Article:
Division Chief: Nicholas E. Baker, PhD
The data available from the human genome sequencing project, from the gene sequence of other organisms, and the rapidly advancing information about the gene variants associated with disease, make it essential to understand the functions of each gene, how the genes contribute to biological and physiological processes, and what are the consequences of genetic alterations and variability. The goal of the Division of Molecular Genetics is to use molecular and genetic techniques to discover and study the function of genes and their contributions to basic biological mechanisms, health, and disease. Such studies, which make use of organisms such as yeast, the nematode C. elegans, the fruitfly D. melanogaster, and mice, as well as human cells in culture, have already contributed a major part of what is known about modern biology and medicine, and serve as a basis for translational research to develop new medical treatments.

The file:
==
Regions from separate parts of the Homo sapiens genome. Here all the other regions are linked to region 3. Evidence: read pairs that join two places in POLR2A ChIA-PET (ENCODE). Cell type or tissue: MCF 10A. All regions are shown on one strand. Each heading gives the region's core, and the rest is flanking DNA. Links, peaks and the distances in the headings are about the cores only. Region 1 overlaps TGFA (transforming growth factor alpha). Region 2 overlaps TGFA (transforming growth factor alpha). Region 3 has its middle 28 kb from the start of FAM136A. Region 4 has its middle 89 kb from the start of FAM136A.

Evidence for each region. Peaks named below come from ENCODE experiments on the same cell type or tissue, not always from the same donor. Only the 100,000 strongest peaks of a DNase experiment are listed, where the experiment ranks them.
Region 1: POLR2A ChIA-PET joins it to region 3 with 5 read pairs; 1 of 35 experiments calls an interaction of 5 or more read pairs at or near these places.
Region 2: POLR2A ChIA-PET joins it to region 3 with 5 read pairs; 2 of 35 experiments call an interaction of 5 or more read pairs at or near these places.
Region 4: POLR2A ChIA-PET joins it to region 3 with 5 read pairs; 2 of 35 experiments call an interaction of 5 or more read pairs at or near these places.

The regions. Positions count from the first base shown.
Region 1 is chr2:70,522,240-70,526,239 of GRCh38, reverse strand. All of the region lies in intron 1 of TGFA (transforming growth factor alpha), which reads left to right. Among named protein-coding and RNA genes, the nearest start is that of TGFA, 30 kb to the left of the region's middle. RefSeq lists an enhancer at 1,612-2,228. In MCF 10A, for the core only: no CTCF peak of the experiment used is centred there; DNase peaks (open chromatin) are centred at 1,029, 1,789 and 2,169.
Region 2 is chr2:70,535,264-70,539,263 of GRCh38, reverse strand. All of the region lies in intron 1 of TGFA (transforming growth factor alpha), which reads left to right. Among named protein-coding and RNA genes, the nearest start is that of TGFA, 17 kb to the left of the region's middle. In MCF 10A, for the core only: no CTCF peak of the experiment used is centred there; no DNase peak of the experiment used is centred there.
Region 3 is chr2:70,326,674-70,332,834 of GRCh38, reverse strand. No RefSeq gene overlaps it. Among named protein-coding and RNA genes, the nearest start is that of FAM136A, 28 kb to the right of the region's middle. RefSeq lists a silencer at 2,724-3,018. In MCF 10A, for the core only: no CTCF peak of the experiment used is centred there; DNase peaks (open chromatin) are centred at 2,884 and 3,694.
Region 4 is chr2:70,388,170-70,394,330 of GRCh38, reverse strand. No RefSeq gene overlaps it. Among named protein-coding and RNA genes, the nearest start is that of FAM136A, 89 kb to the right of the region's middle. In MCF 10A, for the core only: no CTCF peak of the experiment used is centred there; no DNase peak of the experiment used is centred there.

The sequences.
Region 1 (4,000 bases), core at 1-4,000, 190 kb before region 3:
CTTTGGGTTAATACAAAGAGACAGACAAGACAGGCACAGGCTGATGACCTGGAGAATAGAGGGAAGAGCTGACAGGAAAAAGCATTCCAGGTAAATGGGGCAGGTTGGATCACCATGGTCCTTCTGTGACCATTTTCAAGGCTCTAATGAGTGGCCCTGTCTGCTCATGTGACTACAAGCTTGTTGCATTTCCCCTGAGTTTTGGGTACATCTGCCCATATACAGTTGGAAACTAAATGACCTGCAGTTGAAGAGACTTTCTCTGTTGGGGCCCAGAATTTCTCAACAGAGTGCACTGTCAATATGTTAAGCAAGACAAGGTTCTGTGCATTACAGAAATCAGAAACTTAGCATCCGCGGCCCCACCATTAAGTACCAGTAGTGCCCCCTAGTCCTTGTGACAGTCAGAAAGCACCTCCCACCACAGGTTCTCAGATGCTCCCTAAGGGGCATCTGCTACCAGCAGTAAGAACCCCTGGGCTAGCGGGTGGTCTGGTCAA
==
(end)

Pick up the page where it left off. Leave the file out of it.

Current research in the Division addresses topics in growth, development, and aging, the structure and function of the nervous system in development and behavior, the regulation of gene expression, and the properties of human viruses. These are described in more detail under individual research laboratories. The research is particularly relevant to the development and treatment of cancers, AIDS, and of neurological and behavioral disorders, as well as aging. As the Department of Genetics grows, it is expected that the new Divisions of Translational Genetics and of Computational Genetics will provide new opportunities to enhance and apply the research of the Molecular Genetics Division.